Soundness Do’s & Don’ts

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If your horse is completely sound right now, congratulations—but don’t take it for granted. Instead, follow these key do’s and don’ts to reduce the odds that lameness will ever steal away your horse’s rideability.

Credit: H&R file photo

Credit: H&R file photo

DO provide proper, timely foot care. Set a regular schedule with a competent farrier or trimmer with a frequency that suits your horse’s needs. Some horses do best on a 4-week schedule; others can go as long as 6 weeks between trims or shoeing.

DO perform daily checks. Run your bare hands over your horse’s legs and scrutinize his feet every day. Once a week or so, put him on a short longe line and watch him trot briefly to check for subtle changes in movement. Get to know what’s normal for your horse, and you become your own early-detection system. You’re able to ice a leg, provide layoff, or call your vet if need be to fix a minor problem before it becomes major.

DON’T let your horse be fat. Extra pounds put undue stress on his joints, tendons, and ligaments. Keep him in good flesh but not overweight.

DO mind his footing. Your riding area should be level and rock-free (check it often). It must also provide good traction and enough cushioning to protect legs from concussion without risking strain to tendons or ligaments. Use common sense when trail riding, and never turn a fresh horse out on footing that’s slick or slippery. If your horse overnights in a stall, make sure his bedding is deep enough to invite him to get off his feet and rest.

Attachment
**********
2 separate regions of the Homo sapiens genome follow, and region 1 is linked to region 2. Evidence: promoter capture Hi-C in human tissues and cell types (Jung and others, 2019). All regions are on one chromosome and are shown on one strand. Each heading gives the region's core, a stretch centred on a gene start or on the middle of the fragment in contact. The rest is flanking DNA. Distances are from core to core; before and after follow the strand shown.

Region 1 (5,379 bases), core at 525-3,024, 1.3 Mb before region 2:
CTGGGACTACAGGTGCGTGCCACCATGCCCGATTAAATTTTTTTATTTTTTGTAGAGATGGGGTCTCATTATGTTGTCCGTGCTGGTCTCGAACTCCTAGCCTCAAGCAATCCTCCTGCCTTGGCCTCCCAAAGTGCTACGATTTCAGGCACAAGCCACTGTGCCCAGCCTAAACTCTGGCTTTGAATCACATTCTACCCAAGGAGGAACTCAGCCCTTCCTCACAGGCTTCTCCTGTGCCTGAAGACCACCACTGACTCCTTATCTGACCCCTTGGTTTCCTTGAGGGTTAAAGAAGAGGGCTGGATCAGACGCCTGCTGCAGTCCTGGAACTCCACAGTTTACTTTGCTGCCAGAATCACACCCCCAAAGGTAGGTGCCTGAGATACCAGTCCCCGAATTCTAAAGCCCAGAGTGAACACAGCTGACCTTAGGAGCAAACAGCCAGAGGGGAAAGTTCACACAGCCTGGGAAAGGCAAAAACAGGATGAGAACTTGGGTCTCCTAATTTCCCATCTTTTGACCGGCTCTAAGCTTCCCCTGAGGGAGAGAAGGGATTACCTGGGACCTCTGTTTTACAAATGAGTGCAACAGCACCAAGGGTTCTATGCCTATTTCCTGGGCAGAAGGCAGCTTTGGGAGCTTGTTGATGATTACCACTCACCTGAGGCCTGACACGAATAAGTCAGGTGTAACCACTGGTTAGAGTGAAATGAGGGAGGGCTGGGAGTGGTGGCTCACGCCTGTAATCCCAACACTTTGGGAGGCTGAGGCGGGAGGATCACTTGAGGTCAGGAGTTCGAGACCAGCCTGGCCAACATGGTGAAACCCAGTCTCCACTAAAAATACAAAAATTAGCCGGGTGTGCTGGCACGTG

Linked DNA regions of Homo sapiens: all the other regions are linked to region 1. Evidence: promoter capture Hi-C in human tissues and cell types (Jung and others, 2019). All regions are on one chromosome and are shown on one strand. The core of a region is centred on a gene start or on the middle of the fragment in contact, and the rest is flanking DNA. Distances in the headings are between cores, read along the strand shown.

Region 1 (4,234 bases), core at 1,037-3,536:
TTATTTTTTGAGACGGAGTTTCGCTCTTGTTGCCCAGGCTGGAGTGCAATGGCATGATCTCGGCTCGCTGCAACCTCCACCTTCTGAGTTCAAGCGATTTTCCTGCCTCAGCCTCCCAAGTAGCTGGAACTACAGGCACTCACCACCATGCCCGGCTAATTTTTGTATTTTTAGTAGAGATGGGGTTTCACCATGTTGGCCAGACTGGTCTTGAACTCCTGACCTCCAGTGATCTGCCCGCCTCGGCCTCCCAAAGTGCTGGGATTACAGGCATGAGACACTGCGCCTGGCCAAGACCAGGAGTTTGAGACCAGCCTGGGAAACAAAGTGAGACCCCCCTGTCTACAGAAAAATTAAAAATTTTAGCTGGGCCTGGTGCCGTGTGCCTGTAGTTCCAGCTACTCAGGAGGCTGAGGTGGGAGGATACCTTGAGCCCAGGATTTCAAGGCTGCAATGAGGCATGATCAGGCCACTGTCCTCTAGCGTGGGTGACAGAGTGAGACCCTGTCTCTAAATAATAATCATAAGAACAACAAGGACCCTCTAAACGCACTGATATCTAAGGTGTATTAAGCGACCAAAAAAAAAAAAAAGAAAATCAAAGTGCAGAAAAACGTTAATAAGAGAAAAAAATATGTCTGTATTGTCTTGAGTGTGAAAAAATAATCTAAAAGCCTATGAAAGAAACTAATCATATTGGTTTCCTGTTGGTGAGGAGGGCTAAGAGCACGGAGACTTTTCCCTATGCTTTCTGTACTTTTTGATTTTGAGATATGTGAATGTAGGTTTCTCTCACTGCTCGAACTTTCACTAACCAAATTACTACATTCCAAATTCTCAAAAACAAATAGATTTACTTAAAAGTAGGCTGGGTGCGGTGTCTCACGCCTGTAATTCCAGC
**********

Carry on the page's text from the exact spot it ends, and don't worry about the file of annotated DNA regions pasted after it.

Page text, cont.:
DO let him live outside, if possible. “Permanent turnout” is nature’s way of promoting circulation, hoof health, and overall fitness. If your horse must be stalled, provide as much turnout as you can, but safely. If he’s inclined to buck and play to extremes, turn him out after you work him, when he’s mellower—and less likely to hurt himself.

DON’T
just get on and go. Avoid strains and sprains by providing a gradual warm-up before work sessions, starting with 10 minutes at an active-yet-relaxed walk. Cool down after rides to prevent stiffness and muscle soreness. Also, keep your horse in shape to handle the work you need him to do. Avoid “weekend warrior” syndrome, and bring him back to work slowly after any layoff. For extra protection, incorporate plenty of long, slow distance work—that is, walking—into your regular riding schedule.

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DO consider protection. Work with your vet to decide when and what type of leg protection is warranted. Boots and leg wraps can help prevent injuries, especially when horses are being longed or round-penned. Too much coverage on a hot day, however, can increase the risk of heat-related soft-tissue injuries, so follow your vet’s recommendations. He or she can also advise you on measures such as icing, poulticing, and applying stable bandages after stressful workouts.

DON’T torque legs. As you ride or groundwork your horse, think about how his action is affecting his legs. Overlong circling, round-pen work, or longeing—especially at the lope, on a small circle—can cause torque-related injuries. Strive for balance on turns and circles; if your horse is bending properly rather than leaning in, he’s less likely to strain his legs.
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